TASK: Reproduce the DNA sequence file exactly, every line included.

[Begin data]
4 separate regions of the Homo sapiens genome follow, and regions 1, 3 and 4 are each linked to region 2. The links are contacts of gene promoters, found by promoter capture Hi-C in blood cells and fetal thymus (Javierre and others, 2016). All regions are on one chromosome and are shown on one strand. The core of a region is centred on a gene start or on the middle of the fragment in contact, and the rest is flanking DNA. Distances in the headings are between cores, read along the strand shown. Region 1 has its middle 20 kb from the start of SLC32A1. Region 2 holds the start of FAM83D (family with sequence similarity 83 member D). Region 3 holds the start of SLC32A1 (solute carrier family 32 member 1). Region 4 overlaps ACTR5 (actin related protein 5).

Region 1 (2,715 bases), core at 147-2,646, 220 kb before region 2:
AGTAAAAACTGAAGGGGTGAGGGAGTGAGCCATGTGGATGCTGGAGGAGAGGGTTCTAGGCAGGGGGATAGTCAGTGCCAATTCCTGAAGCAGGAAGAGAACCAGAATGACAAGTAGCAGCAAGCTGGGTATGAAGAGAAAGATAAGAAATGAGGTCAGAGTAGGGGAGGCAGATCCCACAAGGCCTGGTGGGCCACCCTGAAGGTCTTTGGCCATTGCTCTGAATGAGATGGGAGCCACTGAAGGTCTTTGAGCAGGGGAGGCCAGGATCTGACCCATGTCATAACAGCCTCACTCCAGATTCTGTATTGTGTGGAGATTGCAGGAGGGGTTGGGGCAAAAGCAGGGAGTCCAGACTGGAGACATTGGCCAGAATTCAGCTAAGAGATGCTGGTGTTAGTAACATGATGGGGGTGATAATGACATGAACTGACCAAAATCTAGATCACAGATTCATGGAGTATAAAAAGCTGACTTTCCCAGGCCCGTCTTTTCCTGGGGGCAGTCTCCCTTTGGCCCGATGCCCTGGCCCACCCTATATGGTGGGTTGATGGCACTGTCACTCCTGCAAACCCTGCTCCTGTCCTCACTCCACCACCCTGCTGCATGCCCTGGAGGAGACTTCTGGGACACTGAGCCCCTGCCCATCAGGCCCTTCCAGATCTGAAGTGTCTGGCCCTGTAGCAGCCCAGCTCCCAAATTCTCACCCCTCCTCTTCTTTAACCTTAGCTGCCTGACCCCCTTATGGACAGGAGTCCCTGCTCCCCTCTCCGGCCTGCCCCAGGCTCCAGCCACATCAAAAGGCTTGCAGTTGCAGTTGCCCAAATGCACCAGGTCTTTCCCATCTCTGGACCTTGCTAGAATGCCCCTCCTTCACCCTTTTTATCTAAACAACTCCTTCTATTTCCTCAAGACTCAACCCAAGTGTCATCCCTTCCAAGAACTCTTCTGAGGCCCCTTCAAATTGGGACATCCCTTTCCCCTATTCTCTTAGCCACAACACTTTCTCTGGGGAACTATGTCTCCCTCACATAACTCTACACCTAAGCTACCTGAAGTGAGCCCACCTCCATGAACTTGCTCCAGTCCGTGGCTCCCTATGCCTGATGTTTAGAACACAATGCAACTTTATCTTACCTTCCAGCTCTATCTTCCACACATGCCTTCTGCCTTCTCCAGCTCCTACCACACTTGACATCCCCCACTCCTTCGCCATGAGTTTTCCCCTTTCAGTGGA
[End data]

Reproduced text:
4 separate regions of the Homo sapiens genome follow, and regions 1, 3 and 4 are each linked to region 2. The links are contacts of gene promoters, found by promoter capture Hi-C in blood cells and fetal thymus (Javierre and others, 2016). All regions are on one chromosome and are shown on one strand. The core of a region is centred on a gene start or on the middle of the fragment in contact, and the rest is flanking DNA. Distances in the headings are between cores, read along the strand shown. Region 1 has its middle 20 kb from the start of SLC32A1. Region 2 holds the start of FAM83D (family with sequence similarity 83 member D). Region 3 holds the start of SLC32A1 (solute carrier family 32 member 1). Region 4 overlaps ACTR5 (actin related protein 5).

Region 1 (2,715 bases), core at 147-2,646, 220 kb before region 2:
AGTAAAAACTGAAGGGGTGAGGGAGTGAGCCATGTGGATGCTGGAGGAGAGGGTTCTAGGCAGGGGGATAGTCAGTGCCAATTCCTGAAGCAGGAAGAGAACCAGAATGACAAGTAGCAGCAAGCTGGGTATGAAGAGAAAGATAAGAAATGAGGTCAGAGTAGGGGAGGCAGATCCCACAAGGCCTGGTGGGCCACCCTGAAGGTCTTTGGCCATTGCTCTGAATGAGATGGGAGCCACTGAAGGTCTTTGAGCAGGGGAGGCCAGGATCTGACCCATGTCATAACAGCCTCACTCCAGATTCTGTATTGTGTGGAGATTGCAGGAGGGGTTGGGGCAAAAGCAGGGAGTCCAGACTGGAGACATTGGCCAGAATTCAGCTAAGAGATGCTGGTGTTAGTAACATGATGGGGGTGATAATGACATGAACTGACCAAAATCTAGATCACAGATTCATGGAGTATAAAAAGCTGACTTTCCCAGGCCCGTCTTTTCCTGGGGGCAGTCTCCCTTTGGCCCGATGCCCTGGCCCACCCTATATGGTGGGTTGATGGCACTGTCACTCCTGCAAACCCTGCTCCTGTCCTCACTCCACCACCCTGCTGCATGCCCTGGAGGAGACTTCTGGGACACTGAGCCCCTGCCCATCAGGCCCTTCCAGATCTGAAGTGTCTGGCCCTGTAGCAGCCCAGCTCCCAAATTCTCACCCCTCCTCTTCTTTAACCTTAGCTGCCTGACCCCCTTATGGACAGGAGTCCCTGCTCCCCTCTCCGGCCTGCCCCAGGCTCCAGCCACATCAAAAGGCTTGCAGTTGCAGTTGCCCAAATGCACCAGGTCTTTCCCATCTCTGGACCTTGCTAGAATGCCCCTCCTTCACCCTTTTTATCTAAACAACTCCTTCTATTTCCTCAAGACTCAACCCAAGTGTCATCCCTTCCAAGAACTCTTCTGAGGCCCCTTCAAATTGGGACATCCCTTTCCCCTATTCTCTTAGCCACAACACTTTCTCTGGGGAACTATGTCTCCCTCACATAACTCTACACCTAAGCTACCTGAAGTGAGCCCACCTCCATGAACTTGCTCCAGTCCGTGGCTCCCTATGCCTGATGTTTAGAACACAATGCAACTTTATCTTACCTTCCAGCTCTATCTTCCACACATGCCTTCTGCCTTCTCCAGCTCCTACCACACTTGACATCCCCCACTCCTTCGCCATGAGTTTTCCCCTTTCAGTGGA